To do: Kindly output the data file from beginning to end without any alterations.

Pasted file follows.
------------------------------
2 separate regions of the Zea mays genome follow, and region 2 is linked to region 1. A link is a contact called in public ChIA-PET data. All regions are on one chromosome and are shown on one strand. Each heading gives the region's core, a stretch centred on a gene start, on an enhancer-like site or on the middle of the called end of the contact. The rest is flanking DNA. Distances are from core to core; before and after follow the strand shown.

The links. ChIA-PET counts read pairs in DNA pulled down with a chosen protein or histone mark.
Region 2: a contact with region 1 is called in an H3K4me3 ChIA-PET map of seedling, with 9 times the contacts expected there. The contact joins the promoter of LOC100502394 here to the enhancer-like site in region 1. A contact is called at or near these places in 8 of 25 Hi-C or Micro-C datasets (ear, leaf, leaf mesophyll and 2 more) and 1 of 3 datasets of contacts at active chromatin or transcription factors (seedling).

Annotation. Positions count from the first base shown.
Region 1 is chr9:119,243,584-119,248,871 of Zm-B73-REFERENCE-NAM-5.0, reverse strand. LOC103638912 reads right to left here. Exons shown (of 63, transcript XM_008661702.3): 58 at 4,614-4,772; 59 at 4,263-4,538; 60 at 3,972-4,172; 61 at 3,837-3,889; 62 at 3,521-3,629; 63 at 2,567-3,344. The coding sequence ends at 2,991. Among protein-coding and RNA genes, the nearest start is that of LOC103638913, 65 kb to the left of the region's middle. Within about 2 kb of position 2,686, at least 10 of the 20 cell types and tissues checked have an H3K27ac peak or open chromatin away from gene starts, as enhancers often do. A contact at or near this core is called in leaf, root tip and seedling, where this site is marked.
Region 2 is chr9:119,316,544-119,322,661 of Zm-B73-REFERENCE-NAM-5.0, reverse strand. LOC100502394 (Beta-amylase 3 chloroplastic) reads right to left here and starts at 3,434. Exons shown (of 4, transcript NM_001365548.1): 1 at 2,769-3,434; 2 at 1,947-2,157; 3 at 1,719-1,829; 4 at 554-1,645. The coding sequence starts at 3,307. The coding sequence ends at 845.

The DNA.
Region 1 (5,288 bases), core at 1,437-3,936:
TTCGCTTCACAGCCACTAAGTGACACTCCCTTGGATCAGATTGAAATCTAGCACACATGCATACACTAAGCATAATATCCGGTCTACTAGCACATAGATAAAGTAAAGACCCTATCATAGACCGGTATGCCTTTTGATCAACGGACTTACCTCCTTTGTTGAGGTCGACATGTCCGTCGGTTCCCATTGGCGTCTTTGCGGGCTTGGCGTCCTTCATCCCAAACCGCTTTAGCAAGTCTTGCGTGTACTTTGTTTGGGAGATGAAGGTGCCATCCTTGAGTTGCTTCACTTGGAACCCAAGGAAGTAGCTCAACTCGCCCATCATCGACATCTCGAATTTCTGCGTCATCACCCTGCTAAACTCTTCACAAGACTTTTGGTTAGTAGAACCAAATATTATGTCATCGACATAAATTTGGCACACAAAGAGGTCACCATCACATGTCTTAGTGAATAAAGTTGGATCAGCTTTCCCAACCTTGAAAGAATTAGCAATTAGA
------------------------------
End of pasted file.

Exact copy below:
2 separate regions of the Zea mays genome follow, and region 2 is linked to region 1. A link is a contact called in public ChIA-PET data. All regions are on one chromosome and are shown on one strand. Each heading gives the region's core, a stretch centred on a gene start, on an enhancer-like site or on the middle of the called end of the contact. The rest is flanking DNA. Distances are from core to core; before and after follow the strand shown.

The links. ChIA-PET counts read pairs in DNA pulled down with a chosen protein or histone mark.
Region 2: a contact with region 1 is called in an H3K4me3 ChIA-PET map of seedling, with 9 times the contacts expected there. The contact joins the promoter of LOC100502394 here to the enhancer-like site in region 1. A contact is called at or near these places in 8 of 25 Hi-C or Micro-C datasets (ear, leaf, leaf mesophyll and 2 more) and 1 of 3 datasets of contacts at active chromatin or transcription factors (seedling).

Annotation. Positions count from the first base shown.
Region 1 is chr9:119,243,584-119,248,871 of Zm-B73-REFERENCE-NAM-5.0, reverse strand. LOC103638912 reads right to left here. Exons shown (of 63, transcript XM_008661702.3): 58 at 4,614-4,772; 59 at 4,263-4,538; 60 at 3,972-4,172; 61 at 3,837-3,889; 62 at 3,521-3,629; 63 at 2,567-3,344. The coding sequence ends at 2,991. Among protein-coding and RNA genes, the nearest start is that of LOC103638913, 65 kb to the left of the region's middle. Within about 2 kb of position 2,686, at least 10 of the 20 cell types and tissues checked have an H3K27ac peak or open chromatin away from gene starts, as enhancers often do. A contact at or near this core is called in leaf, root tip and seedling, where this site is marked.
Region 2 is chr9:119,316,544-119,322,661 of Zm-B73-REFERENCE-NAM-5.0, reverse strand. LOC100502394 (Beta-amylase 3 chloroplastic) reads right to left here and starts at 3,434. Exons shown (of 4, transcript NM_001365548.1): 1 at 2,769-3,434; 2 at 1,947-2,157; 3 at 1,719-1,829; 4 at 554-1,645. The coding sequence starts at 3,307. The coding sequence ends at 845.

The DNA.
Region 1 (5,288 bases), core at 1,437-3,936:
TTCGCTTCACAGCCACTAAGTGACACTCCCTTGGATCAGATTGAAATCTAGCACACATGCATACACTAAGCATAATATCCGGTCTACTAGCACATAGATAAAGTAAAGACCCTATCATAGACCGGTATGCCTTTTGATCAACGGACTTACCTCCTTTGTTGAGGTCGACATGTCCGTCGGTTCCCATTGGCGTCTTTGCGGGCTTGGCGTCCTTCATCCCAAACCGCTTTAGCAAGTCTTGCGTGTACTTTGTTTGGGAGATGAAGGTGCCATCCTTGAGTTGCTTCACTTGGAACCCAAGGAAGTAGCTCAACTCGCCCATCATCGACATCTCGAATTTCTGCGTCATCACCCTGCTAAACTCTTCACAAGACTTTTGGTTAGTAGAACCAAATATTATGTCATCGACATAAATTTGGCACACAAAGAGGTCACCATCACATGTCTTAGTGAATAAAGTTGGATCAGCTTTCCCAACCTTGAAAGAATTAGCAATTAGA